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Member for

21 years
Hi, I´ve been analyzing my recordings and I´m almost certain that my DAW is holding me back, the sound doesn´t seem to come out like it should, the mix is good and it´s not unpleasant to hear but I think it lacks resolution, so I don´t know if maybe I should start thinking about getting an HD system, maybe not Pro Tools for now because it´s too expensive, I was thinking maybe a MOTU HD192 system what do you think? Should I buy a new interface or just record my session at a higher sample rate (i´m using 44.1). I have a MOTU 24 I/O computer system btw.


Member for

21 years

Member Wed, 04/30/2008 - 14:37
So by lacking resolution what exactly do you mean?
Do your mixes lack imaging (front to back the sounds have depth and position) ? Is there muddiness?
What's your room like and your monitoring like?
Are your speakers well de-coupled from the stands?
Are they away from the wall?
Do you have any bass trapping in the room?
You could upgrade your converters and get a small improvement, but make sure nothing in your room is lying to you before you buy more gear is my advice. Room acoustics make a huge difference in the mixing process.
(sorry to sound like an interogator!!)


Member for

18 years 5 months

UncleBob58 Wed, 04/30/2008 - 15:00
As they say about computers - garbage in, garbage out.

Please don't misunderstand me, I'm not saying that your work is garbage. But don't, at least yet, blame your DAW. Engineering, mixing and mastering - three very different disciplines - take time/training/experience to achieve professional results. Maybe you should take a look at your technique(s) and your other equipment; how you are getting your sounds into your DAW. (I am often asked to "polish turds", cleaning up substandard production sound.) Also take a look at your plug-in collection and how you use them. It's hard to do a great mix if you don't have great material with which to work.

I moved into the field of audio post production about six years ago, and even seasoned pros have commented favorably on my dialog editing, Foley and sound FX skills, But I still have a long way to go when it comes to mixing. My mixes are solid, but lack that extra whatever-it-is that makes them sparkle.

Brilliant recordings have been made on minimal equipment. Just listen to early Beatles recordings which were done on four tracks.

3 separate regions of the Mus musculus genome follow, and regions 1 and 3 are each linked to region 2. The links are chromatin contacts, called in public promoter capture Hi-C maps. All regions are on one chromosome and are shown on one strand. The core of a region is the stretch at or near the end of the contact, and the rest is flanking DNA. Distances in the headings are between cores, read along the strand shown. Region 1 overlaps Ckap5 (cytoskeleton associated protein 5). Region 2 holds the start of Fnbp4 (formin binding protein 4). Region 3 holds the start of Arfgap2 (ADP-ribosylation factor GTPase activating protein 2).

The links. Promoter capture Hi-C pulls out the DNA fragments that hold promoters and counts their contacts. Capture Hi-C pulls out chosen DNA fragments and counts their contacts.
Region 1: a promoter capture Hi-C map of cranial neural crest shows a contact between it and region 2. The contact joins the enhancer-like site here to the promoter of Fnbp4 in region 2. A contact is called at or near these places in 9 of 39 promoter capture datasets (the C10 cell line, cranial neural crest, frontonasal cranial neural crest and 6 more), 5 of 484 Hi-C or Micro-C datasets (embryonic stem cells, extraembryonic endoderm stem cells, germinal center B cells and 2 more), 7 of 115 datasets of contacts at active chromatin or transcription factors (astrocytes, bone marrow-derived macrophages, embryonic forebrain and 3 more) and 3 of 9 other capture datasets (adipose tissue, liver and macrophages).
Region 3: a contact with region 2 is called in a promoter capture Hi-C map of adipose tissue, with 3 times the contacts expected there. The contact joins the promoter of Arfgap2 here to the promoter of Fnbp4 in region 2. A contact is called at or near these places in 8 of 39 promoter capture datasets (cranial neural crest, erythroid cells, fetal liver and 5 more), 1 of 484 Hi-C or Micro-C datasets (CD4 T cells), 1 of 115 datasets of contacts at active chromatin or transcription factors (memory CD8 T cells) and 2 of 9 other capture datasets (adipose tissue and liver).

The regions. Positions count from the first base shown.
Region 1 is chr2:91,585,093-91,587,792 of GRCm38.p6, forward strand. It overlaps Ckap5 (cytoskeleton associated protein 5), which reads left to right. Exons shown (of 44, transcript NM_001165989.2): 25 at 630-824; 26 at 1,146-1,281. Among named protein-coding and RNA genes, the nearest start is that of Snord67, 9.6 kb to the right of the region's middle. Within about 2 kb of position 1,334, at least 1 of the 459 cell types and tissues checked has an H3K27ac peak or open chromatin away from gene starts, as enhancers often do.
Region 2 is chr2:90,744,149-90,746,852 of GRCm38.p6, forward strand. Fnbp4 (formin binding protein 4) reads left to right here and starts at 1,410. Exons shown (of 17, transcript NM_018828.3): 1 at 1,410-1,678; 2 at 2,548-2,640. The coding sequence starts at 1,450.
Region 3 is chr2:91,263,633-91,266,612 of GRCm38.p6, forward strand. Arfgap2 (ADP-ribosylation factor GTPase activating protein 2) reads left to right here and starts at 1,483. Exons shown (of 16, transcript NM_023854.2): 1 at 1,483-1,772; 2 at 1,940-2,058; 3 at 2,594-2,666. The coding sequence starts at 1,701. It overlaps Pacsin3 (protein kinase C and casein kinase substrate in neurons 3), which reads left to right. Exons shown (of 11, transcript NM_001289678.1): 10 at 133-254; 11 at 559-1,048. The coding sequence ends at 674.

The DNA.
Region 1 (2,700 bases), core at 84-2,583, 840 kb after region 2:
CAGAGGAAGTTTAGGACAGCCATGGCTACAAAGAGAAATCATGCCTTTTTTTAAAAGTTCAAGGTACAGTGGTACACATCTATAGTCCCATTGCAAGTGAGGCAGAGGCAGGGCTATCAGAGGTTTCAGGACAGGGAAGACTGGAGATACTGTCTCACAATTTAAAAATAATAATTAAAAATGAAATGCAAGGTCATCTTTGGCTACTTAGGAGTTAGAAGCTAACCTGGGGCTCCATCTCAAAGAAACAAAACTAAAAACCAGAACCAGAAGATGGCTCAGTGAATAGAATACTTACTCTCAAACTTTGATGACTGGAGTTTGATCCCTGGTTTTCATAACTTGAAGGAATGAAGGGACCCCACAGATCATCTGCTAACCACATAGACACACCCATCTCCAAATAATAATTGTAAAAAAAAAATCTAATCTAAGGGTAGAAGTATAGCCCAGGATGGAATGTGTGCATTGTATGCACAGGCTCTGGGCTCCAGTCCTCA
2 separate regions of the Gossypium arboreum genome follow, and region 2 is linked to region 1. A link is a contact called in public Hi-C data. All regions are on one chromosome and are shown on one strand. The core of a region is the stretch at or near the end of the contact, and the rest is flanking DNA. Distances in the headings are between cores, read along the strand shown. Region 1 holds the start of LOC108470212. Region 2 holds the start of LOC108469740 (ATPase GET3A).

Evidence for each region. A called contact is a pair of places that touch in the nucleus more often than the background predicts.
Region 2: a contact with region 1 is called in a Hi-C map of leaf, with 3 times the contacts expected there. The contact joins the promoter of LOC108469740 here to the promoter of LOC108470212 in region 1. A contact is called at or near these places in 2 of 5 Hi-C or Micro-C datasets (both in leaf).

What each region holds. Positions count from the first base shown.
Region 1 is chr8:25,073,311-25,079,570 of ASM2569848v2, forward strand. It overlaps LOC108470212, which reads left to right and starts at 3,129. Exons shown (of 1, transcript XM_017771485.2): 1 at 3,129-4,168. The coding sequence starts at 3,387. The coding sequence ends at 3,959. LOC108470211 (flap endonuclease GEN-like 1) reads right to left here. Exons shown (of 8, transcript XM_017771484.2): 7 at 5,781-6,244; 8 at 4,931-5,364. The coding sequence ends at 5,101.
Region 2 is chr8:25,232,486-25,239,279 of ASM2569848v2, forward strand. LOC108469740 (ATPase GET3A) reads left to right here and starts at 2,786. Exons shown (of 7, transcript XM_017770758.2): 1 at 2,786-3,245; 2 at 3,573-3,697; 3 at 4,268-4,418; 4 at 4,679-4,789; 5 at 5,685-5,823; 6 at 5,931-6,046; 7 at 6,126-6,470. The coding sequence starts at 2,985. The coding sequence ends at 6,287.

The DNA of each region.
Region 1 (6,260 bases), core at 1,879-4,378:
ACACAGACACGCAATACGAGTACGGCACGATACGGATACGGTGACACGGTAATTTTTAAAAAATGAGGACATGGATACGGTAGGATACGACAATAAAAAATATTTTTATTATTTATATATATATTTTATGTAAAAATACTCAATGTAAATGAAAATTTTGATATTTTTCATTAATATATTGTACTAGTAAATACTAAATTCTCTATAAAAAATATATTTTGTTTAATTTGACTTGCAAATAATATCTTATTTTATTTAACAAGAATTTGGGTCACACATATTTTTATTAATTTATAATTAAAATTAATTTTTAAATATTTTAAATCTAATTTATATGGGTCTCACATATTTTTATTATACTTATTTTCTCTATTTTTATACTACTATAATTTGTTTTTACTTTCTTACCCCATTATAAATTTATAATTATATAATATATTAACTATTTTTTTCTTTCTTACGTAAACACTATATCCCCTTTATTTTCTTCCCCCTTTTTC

There is also the "Can't See Forest For The Trees" syndrome, which we all fall prey to now and then. I am always looking for outside opinions on my work. One of my best friends is a very accomplished audio post engineer and mixer, and he regularly rips my work apart; and I do the same for him. And I love flying second chair with seasoned professionals. The mark of a true professional is knowing that there is always more to learn, and being able to objectively absorb honest constructive criticism.

So take a look at your other gear - mics, pre's, etc. - and your techniques/skills before you decide to spend a lot of money on a new DAW. Just having the latest greatest toy does not make a great recording.

Member for

21 years

Member Wed, 04/30/2008 - 15:40

Sorry you missunderstood me, It´s not a muddiness or a misplacement of the instruments in the mix, I already heard this mix in about 5 different studios, the takes are fine as far as the instruments and equipment go , I mean the mix sounds cool, but it´s the same thing as Unclebob says, it lacks a certain something.

I can see why you think I don´t consider my part in the problem, it´s really common to see people blaming the equipment for their bad mixes,but I don´t really know what to do because I actually like how everything sits in this mix. I mean when I took it to the mastering engineer, it sounded just the way I liked it in terms of the mix, but you could hear that the "space" where the sound developed was a bit small, it wasn´t as open as many professional mixes I´ve heard, that´s what made me think of the DAW or the sample rate I used in the recordings, or the A/D converters in my DAW.

I wish you could hear a sample but I don´t have it with me right now, but have you ever had the same problem, when the space isn´t big enough for your mix, could it really be the DAW? I mean it´s not for just any reason that almost every pro studio spends almost 20.000 bucks on an HD system. Are the converters on my DAW a piece of crap or should they give me that something that I need?

Member for

18 years 2 months

pmolsonmus Wed, 04/30/2008 - 18:36
file this in the FWIW (for what its worth) department.

Although I mod in the vocal booth here, my expertise is not recording nor do I ever claim to be a "real engineer". I know what those people who I respect can do.
I was not happy with any of my mixes until I heard the "wonk" created by mid level preamps used on multiple tracks. When I cleared that problem I discovered the real benefits of outboard reverb tastefully applied instead of bandied about like cheap jewelry.

I'm still no pro, but I can listen to my stuff without cringing and it didn't require a change in DAW or sample rate or investment in a HD system. I've heard great things done with time and energy spent rather than dollars.